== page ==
Initiative for Global Development's Frontier 100 Forum offers Business-Led Solutions to Propel development and economic growth in Africa
The world's leading business leaders operating in Africa convened for three days of exclusive talks to strategize on cross-cutting challenges to propel economic growth and alleviate poverty in Africa at the Initiative for Global Development's Frontier 100 Forum in Cape Town, South Africa.
The Initiative for Global Development (IGD) is a Washington, D.C.-based nonprofit organization that drives poverty reduction by catalyzing business growth and investment in the developing world, with a focus on Africa. The Frontier 100 Forum, an invitation-only biannual event, precedes the World Economic Forum on Africa, which began on June 3 in Cape Town.
Some 120 CEOs and senior executives from IGD's Frontier Leader Network of leading African and global companies met from May 31 to June 2, to focus on hot sectors in Africa and discuss topics ranging from impact assessment, overcoming logistics constraints, addressing the African skills gap, and developing a standardized approach to development. More than half of IGD Frontier Leaders hail from the African continent.
"We bring the world's leading business leaders together in the U.S. and Africa to identify bold, action-oriented business solutions to overcome the bottlenecks to investments in Africa," said Dr. Mima Nedelcovych, IGD's President & CEO at the opening session. "In the end, investments help to create an environment for inclusive economic growth to flourish and Africa to prosper."
Forum attendees were from leading companies such as Microsoft, Dangote Industries, DHL Express, Africa Finance Corporation, Visa, Illovo, General Electric, Logintek, International Green Structures, SeedCo, Maghreb Industries and Pearson, among others. Officials from the African Development Bank and Afriexim Bank also participated in the forum.
A session on assessing the impact of business and investment on local economic and social development drew attention to the fact that impact studies can not only improve a company's bottom line, but also ensure that local communities are experiencing benefits from businesses in their area.
"Impact studies not only show where businesses are having a positive effect, but also where there can be improvements," said Cheick Oumar-Sylla, ContourGlobal. An impact study conducted by IGD for ContourGlobal, for example, found that the company had a positive impact in their local community; however more engagement with the government could bolster their impact.
The skills gap remains a major impediment to business in Africa. Frontier leaders weighed in on successful skills models to promote a skilled workforce. Noting that there was no uniform way to address skills development, attendees agreed that a company must take a tailored approach to identifying their needs and the skill set of potential employees.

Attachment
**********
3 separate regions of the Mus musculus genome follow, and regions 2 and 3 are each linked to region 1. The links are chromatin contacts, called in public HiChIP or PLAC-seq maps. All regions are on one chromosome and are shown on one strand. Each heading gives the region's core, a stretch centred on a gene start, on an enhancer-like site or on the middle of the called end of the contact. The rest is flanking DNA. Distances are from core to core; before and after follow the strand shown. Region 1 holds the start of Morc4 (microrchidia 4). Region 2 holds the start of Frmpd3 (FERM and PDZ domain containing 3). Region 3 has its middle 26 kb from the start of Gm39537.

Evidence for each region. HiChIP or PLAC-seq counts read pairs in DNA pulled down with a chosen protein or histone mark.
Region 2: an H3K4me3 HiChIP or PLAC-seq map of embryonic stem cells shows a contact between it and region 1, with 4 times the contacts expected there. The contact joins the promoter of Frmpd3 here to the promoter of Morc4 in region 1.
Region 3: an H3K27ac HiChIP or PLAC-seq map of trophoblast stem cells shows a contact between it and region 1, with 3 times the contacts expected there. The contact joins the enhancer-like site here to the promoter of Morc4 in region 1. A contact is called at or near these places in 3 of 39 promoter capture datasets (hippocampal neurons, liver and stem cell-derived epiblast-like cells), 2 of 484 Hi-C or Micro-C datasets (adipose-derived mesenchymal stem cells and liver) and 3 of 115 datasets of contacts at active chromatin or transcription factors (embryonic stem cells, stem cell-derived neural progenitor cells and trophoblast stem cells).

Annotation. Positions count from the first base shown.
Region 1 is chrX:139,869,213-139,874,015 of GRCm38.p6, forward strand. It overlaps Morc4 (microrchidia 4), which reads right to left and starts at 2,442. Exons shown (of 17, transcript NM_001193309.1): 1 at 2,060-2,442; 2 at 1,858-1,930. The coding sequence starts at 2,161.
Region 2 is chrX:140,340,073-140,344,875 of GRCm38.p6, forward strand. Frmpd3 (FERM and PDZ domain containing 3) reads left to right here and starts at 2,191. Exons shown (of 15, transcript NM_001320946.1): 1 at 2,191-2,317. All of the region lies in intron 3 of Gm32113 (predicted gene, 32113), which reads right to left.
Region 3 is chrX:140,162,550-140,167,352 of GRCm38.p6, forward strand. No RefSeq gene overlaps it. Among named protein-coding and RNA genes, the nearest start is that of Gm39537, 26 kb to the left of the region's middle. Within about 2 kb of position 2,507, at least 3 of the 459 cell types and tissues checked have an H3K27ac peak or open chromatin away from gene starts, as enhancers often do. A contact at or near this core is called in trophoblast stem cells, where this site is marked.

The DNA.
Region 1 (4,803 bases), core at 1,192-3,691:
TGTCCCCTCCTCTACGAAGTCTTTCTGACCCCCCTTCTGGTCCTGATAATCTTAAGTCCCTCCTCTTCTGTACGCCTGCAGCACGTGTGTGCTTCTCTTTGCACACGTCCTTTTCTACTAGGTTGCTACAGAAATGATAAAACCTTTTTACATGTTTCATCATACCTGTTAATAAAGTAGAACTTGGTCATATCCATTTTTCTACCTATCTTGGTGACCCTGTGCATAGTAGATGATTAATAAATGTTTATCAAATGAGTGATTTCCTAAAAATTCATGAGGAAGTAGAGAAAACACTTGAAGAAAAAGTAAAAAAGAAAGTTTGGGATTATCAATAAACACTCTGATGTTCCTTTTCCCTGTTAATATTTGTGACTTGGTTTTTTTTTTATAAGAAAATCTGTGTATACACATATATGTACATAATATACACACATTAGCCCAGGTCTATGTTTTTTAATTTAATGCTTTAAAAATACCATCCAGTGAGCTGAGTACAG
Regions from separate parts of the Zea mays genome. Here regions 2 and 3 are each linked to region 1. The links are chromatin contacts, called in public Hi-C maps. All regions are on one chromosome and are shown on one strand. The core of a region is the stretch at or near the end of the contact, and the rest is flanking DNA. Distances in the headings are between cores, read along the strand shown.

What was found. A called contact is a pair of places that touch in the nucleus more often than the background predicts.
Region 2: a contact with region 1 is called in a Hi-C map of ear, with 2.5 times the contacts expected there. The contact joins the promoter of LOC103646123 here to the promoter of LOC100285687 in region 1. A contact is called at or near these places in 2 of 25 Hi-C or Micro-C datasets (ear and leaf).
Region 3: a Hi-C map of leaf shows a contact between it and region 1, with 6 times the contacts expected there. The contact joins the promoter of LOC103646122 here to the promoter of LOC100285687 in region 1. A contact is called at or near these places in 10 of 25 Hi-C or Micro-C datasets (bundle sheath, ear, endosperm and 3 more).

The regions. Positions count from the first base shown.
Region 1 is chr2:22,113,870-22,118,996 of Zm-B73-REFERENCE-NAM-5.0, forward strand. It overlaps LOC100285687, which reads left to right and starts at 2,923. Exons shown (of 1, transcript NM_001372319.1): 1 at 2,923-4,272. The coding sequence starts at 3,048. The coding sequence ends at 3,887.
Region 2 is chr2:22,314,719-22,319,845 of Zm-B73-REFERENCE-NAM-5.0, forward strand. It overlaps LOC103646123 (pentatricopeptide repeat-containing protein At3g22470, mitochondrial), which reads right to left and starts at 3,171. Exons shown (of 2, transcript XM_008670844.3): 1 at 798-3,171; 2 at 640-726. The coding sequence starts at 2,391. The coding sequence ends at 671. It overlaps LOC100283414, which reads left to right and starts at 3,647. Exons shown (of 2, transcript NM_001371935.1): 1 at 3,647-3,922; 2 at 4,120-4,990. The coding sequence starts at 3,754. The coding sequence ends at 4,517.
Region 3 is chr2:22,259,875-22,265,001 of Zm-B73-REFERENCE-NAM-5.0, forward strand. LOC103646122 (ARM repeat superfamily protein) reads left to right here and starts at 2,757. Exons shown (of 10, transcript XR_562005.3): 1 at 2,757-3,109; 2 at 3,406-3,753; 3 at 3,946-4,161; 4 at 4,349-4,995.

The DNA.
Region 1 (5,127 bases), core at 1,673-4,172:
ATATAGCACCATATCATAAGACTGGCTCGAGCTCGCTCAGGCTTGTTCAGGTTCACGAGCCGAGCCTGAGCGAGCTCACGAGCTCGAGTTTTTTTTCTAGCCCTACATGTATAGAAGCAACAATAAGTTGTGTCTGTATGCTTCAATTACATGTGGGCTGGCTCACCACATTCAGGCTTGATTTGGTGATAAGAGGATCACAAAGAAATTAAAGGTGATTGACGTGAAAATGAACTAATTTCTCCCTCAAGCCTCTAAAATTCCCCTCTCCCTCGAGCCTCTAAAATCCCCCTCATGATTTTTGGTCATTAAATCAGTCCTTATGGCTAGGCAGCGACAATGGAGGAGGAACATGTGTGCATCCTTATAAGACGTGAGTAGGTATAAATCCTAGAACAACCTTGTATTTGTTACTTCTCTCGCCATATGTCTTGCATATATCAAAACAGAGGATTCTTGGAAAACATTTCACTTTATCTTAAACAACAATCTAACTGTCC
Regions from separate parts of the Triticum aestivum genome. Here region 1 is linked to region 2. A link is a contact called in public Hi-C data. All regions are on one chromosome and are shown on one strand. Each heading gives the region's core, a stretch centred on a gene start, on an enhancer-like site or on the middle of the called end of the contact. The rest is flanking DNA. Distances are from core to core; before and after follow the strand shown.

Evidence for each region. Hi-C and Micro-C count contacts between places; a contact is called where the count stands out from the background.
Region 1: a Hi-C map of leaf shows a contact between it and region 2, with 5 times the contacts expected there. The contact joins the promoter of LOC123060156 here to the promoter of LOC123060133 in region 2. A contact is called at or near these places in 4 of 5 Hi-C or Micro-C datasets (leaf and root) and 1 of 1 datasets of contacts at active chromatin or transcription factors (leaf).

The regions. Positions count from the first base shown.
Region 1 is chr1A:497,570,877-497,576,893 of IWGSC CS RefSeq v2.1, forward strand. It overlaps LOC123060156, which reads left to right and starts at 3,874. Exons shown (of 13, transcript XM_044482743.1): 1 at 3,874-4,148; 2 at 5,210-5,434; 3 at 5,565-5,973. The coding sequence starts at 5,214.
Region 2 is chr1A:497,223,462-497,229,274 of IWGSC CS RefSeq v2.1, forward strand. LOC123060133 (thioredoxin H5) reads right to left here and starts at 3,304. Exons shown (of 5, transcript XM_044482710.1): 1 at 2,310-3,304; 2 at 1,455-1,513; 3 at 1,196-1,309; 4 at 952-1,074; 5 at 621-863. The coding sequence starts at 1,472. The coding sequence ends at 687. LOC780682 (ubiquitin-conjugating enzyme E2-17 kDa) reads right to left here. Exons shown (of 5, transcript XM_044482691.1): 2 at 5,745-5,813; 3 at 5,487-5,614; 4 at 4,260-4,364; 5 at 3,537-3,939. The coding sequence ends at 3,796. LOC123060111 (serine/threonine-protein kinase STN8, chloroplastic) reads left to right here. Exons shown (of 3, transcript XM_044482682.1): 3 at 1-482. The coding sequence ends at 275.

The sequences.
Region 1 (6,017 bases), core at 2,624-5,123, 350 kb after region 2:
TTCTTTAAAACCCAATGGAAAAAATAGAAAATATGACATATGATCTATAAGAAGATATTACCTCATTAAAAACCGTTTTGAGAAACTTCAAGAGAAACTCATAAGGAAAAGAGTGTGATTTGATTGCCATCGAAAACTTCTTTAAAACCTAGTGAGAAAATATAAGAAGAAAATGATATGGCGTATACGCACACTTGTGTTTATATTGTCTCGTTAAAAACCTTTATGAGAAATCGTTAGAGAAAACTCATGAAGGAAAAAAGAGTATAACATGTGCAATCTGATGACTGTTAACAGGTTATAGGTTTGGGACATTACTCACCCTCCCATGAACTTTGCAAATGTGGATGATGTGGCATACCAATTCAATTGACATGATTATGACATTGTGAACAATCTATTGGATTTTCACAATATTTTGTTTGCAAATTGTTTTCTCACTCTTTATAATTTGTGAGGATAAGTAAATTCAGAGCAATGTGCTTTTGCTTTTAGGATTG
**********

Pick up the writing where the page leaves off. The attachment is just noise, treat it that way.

Matt Essieh of EAI Information Systems said his company's software engineering training program in Ghana seeks to improve employee ICT skills as well as strengthen math and English skills for stronger problem solving skills.
Weak transportation links and logistics hubs were raised as obstacles to the competitiveness of African industries. A session on transport and logistics solutions explored how companies are tackling logistics constraints throughout the continent to improve lives and make Africa more competitive.
Maeve Magner, a supply chain expert, cautioned that a one-size-fits-all approach would not work in Africa because logistics issues varied from country to country. "Africa is 54 countries - how to address [logistics] has to be specific to the country and the environment within the country."
Charles Brewer of DHL Express Sub-Saharan Africa focused on the transportation challenges on the continent, where he noted that it can take up 28 days for a truck to cross Dar Es Salem into Rwanda. Brewer said stronger cross border regulations can help alleviate the time constraints of border crossing.
Some attendees called for more government partnerships, while others recommended greater investment in infrastructure or skills development. Overall, attendees agreed that in order for Africa to tap into its economic potential, a stronger logistics system is required.
Creating standardized agreements to reduce the time required to develop sector-focused projects in Africa was discussed at the forum. The standardization of documents for companies and governments in specific sectors, like the energy sector, could potentially cut down negotiation time and get projects up and running faster.
Using Morocco as an example, Ismaïl Douiri of Attijariwafa Bank, stated that although the government greatly benefited from standardized documents, such as the power purchase agreements (PPAs) for the energy sector, trust must be built between the interested parties.
Douiri said all parties need to be actively involved in addressing their specific needs and interests in the agreement. "This creates transparency about the needs of all parties so we are ready to negotiate the details and variables when the time comes," he emphasized.
As African economies grow and foreign investment increases, the Forum also featured a "sous l'arbre" discussion or townhall meeting on bottlenecks that the private sector faces in operating on the continent. The frank conversation focused on four areas: infrastructure and logistics; skills and capacity building; urbanization; and adding value. Business leaders had an opportunity to share experiences, learn what has worked in other regions, and identify areas where group action through IGD could help alleviate impediments.
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